The witness DW1 also identified Exh XX, a document he stated which was prepared by the Plaintiff. He testified that after reading the document they did not agree with the figure given therein for sound bags during discharging amounting to 155, 484 bags. He said that they eventually signed the document but added the comments therein that it was signed" for receipt only without prejudice."
The witness also identified Exh GG10 as a summary of the discharge of the said cargo prepared by ERGET. He stated that according to the said report the total number of bags discharged from the vessel is 176,217 bags and the total number of bags that were delivered to the Plaintiffs warehouse is 174,898. He stated that the difference is 1228 bags. He explained that some labourers stole the rice during discharge and turned some of the rice into other bags which was the reason why they discovered more empty bags ashore than on board.
The witness went on to describe the method used in carrying out the checking of less weight bags and sound bags and that a daily report was prepared. He stated that at the end of the discharging the Plaintiffs representative asked for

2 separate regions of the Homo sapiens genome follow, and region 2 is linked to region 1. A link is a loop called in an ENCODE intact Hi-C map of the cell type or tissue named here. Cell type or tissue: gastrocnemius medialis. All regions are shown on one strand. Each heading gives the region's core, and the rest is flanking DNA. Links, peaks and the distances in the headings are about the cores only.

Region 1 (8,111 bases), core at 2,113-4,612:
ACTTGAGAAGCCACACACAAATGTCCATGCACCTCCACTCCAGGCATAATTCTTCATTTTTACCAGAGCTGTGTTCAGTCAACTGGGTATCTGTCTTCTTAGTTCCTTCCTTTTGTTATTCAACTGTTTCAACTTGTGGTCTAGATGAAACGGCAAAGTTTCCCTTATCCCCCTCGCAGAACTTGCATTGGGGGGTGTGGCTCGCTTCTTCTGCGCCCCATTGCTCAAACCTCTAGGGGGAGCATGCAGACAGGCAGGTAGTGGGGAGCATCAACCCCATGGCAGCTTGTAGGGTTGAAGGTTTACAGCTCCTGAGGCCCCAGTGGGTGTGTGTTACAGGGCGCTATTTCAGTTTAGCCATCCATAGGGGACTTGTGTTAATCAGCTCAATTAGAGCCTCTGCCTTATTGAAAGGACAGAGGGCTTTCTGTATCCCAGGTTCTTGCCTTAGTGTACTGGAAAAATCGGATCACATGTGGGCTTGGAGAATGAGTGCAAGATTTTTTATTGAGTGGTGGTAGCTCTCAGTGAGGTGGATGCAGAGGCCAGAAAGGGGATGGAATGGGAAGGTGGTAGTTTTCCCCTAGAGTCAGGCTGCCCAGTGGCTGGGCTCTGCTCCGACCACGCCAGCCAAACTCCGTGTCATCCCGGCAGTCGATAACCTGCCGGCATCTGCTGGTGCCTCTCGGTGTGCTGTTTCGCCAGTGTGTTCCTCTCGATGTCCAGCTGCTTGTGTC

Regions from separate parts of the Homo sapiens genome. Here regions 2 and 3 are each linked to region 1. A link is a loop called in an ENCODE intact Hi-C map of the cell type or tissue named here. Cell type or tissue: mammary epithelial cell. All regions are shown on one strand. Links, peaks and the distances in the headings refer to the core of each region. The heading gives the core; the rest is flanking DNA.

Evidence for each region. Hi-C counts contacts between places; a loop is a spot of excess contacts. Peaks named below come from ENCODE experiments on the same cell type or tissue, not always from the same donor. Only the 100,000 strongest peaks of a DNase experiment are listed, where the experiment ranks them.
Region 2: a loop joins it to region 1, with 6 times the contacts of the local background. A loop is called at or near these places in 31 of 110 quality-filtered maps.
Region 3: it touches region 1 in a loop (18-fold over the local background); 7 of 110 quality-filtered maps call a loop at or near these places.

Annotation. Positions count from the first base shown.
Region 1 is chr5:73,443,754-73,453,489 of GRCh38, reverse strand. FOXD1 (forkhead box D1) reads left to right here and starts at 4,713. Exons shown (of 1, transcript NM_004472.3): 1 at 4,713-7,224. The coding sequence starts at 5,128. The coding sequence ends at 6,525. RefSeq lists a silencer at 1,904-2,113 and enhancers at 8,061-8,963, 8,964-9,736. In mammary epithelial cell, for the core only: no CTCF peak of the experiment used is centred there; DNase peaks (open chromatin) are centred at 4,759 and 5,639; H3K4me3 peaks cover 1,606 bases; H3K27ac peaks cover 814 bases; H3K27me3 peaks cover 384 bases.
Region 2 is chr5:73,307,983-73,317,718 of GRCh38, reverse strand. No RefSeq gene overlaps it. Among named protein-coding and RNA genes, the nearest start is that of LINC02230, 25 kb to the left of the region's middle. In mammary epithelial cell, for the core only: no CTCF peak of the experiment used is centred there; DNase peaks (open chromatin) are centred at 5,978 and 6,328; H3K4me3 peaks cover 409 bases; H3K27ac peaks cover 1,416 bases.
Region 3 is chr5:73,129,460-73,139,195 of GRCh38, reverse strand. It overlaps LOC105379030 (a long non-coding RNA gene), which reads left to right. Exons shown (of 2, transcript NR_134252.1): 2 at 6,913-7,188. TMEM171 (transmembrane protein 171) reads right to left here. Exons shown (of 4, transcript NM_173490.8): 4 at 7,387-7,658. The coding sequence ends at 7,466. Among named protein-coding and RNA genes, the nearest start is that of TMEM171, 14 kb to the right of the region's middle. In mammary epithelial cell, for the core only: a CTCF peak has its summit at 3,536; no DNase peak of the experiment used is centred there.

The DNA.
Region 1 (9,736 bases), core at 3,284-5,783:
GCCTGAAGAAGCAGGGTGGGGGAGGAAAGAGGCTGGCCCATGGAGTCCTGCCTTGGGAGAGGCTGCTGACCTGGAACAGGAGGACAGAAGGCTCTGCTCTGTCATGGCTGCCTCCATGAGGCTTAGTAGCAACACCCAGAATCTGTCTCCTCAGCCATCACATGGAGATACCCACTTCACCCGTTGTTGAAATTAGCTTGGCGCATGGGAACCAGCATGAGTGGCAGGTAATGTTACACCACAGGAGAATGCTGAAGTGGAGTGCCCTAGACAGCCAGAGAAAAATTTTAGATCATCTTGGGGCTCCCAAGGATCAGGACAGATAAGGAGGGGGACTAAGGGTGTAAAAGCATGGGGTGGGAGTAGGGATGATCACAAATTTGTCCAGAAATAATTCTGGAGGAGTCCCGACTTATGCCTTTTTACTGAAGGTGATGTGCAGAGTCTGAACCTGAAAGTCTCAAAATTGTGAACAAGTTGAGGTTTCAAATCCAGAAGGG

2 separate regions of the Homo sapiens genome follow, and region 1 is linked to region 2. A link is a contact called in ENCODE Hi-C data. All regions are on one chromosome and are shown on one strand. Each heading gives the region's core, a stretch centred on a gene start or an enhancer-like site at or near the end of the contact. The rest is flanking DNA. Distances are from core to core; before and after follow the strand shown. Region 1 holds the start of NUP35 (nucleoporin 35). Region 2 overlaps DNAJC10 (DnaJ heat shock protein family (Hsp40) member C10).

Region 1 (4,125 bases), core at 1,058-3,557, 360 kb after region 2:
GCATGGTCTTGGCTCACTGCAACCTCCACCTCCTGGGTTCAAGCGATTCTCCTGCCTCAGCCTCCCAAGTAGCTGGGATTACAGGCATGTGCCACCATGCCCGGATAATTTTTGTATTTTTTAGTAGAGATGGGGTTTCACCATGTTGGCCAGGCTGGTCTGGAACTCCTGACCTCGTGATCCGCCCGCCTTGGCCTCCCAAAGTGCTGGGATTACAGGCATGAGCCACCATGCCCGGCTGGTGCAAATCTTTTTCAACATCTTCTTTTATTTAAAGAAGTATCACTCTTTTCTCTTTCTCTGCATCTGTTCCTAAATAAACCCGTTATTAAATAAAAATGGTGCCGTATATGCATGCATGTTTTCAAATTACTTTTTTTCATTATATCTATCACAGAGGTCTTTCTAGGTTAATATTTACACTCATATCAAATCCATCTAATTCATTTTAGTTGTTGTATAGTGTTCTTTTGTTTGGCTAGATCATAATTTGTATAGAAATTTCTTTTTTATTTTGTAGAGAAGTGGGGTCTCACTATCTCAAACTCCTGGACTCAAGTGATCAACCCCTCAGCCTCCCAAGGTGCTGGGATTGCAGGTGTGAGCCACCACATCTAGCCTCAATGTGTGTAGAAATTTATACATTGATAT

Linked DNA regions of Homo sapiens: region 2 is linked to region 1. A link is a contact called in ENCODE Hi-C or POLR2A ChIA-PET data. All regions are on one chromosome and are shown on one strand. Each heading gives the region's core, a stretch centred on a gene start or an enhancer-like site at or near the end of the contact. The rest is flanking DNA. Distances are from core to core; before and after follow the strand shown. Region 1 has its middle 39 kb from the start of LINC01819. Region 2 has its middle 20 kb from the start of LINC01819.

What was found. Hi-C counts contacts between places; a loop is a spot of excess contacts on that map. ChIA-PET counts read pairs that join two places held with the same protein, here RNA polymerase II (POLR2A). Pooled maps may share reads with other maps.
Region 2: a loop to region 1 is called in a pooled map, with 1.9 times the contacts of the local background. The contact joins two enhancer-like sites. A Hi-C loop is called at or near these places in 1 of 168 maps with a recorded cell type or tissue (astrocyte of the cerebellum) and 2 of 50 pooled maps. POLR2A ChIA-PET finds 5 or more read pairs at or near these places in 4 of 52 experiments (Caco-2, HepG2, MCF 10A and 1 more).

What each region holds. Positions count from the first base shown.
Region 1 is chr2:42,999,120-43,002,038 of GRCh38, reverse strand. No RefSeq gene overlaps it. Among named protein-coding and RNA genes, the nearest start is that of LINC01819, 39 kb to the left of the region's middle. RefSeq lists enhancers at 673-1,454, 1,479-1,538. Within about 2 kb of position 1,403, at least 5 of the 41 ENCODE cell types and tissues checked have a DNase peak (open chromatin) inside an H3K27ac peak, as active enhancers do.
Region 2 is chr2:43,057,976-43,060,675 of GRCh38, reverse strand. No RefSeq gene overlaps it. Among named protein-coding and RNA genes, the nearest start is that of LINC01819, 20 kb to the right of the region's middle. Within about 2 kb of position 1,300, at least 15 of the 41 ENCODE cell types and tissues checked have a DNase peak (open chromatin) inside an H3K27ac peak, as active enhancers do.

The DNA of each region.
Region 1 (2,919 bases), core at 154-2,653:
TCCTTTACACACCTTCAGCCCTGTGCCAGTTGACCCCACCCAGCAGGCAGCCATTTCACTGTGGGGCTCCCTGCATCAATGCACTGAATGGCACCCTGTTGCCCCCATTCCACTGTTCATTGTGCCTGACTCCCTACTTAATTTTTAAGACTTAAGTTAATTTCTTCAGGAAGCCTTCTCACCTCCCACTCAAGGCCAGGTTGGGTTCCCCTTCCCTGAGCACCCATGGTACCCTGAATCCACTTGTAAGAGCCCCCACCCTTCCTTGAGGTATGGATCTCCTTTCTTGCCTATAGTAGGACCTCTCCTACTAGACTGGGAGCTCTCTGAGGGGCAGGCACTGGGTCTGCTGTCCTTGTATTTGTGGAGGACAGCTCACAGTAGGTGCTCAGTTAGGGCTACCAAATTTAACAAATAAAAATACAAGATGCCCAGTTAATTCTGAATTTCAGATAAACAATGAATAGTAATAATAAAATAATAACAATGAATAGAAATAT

50-60% depreciation on a total of 8216 bags weight bags to which they all agreed. Further that the said Plaintiffs representative asked for 60% of the sound stack as less weight bags.
He told the court that he was present during the discharging when the sound bags were being weighed and stated that from his estimation there were 18% less weight during discharging.
The witness was cross-examined on his testimony. That ended the case for the
Both counsel submitted written closing addresses.
The Plaintiff has alleged that they have suffered loss and damage as a result of the Defendant's breach of contract of carriage of their goods in failing to deliver the said goods in the like good order and condition but delivered the same short and/or damaged.
The first issue to be determined here is whether the Defendants took delivery of the goods in good order and condition. There is evidence shown from the certificates of the Bureau Veritas in India, Exhs L to R inclusive that the cargo of rice was received in good condition and about 5% bags selected at random
were checked weighed to ascertain gross weight and the average weight was found to be 50.140 kgs.
Counsel for the Plaintiff submitted that this evidence was not impugned or challenged by the Defendants. It is therefore established that the cargo of rice was loaded on board the Defendant's vessel in good order and that the average weight was 50. 140 kgs.